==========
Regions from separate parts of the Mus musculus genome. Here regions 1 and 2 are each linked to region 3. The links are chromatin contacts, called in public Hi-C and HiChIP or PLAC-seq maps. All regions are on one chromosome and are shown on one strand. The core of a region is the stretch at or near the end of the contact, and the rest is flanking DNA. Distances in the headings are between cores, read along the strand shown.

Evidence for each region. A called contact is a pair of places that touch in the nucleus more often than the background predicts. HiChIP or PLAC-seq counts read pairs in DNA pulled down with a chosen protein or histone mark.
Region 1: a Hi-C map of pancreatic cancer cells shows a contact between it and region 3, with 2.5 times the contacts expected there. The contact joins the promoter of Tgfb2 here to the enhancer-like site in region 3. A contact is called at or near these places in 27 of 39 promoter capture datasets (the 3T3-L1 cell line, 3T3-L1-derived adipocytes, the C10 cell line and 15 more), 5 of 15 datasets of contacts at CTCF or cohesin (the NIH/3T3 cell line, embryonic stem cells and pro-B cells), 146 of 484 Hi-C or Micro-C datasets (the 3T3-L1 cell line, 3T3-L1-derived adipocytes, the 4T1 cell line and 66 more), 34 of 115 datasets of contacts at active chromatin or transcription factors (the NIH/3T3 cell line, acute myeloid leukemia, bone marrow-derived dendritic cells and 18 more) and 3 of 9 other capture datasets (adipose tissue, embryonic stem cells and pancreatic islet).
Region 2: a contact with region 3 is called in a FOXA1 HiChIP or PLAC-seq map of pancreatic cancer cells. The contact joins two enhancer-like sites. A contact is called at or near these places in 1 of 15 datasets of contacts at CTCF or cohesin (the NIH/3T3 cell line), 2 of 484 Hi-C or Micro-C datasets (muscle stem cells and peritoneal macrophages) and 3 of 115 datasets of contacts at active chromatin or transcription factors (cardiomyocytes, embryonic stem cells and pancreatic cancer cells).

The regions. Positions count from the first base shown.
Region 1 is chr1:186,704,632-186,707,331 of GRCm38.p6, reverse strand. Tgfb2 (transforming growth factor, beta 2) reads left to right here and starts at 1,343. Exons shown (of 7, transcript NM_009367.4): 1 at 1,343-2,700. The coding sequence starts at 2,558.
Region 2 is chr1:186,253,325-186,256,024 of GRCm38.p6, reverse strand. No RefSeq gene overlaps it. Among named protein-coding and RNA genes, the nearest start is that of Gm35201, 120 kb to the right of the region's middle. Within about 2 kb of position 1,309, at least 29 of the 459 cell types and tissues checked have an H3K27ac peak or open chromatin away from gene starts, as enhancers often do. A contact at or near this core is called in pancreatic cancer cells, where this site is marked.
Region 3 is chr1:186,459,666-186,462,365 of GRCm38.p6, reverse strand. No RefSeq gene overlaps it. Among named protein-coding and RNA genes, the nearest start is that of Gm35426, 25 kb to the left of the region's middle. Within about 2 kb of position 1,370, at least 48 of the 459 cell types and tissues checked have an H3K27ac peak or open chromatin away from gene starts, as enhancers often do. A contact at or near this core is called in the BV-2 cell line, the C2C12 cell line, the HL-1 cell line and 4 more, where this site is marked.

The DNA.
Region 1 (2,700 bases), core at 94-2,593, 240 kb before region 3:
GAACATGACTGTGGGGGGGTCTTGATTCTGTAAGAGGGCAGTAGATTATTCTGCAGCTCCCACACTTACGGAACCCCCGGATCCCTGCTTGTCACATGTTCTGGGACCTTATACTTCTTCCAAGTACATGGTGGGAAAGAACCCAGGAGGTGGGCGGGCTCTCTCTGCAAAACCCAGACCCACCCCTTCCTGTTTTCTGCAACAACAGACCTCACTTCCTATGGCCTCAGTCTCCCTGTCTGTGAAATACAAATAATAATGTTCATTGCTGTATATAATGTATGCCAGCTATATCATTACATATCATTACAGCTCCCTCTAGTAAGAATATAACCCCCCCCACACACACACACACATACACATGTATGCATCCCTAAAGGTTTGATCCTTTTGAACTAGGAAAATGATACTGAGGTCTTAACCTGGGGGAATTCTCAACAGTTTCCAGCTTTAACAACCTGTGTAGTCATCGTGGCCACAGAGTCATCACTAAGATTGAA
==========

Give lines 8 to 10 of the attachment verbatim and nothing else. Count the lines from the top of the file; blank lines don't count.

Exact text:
Region 3 is chr1:186,459,666-186,462,365 of GRCm38.p6, reverse strand. No RefSeq gene overlaps it. Among named protein-coding and RNA genes, the nearest start is that of Gm35426, 25 kb to the left of the region's middle. Within about 2 kb of position 1,370, at least 48 of the 459 cell types and tissues checked have an H3K27ac peak or open chromatin away from gene starts, as enhancers often do. A contact at or near this core is called in the BV-2 cell line, the C2C12 cell line, the HL-1 cell line and 4 more, where this site is marked.

The DNA.
Region 1 (2,700 bases), core at 94-2,593, 240 kb before region 3: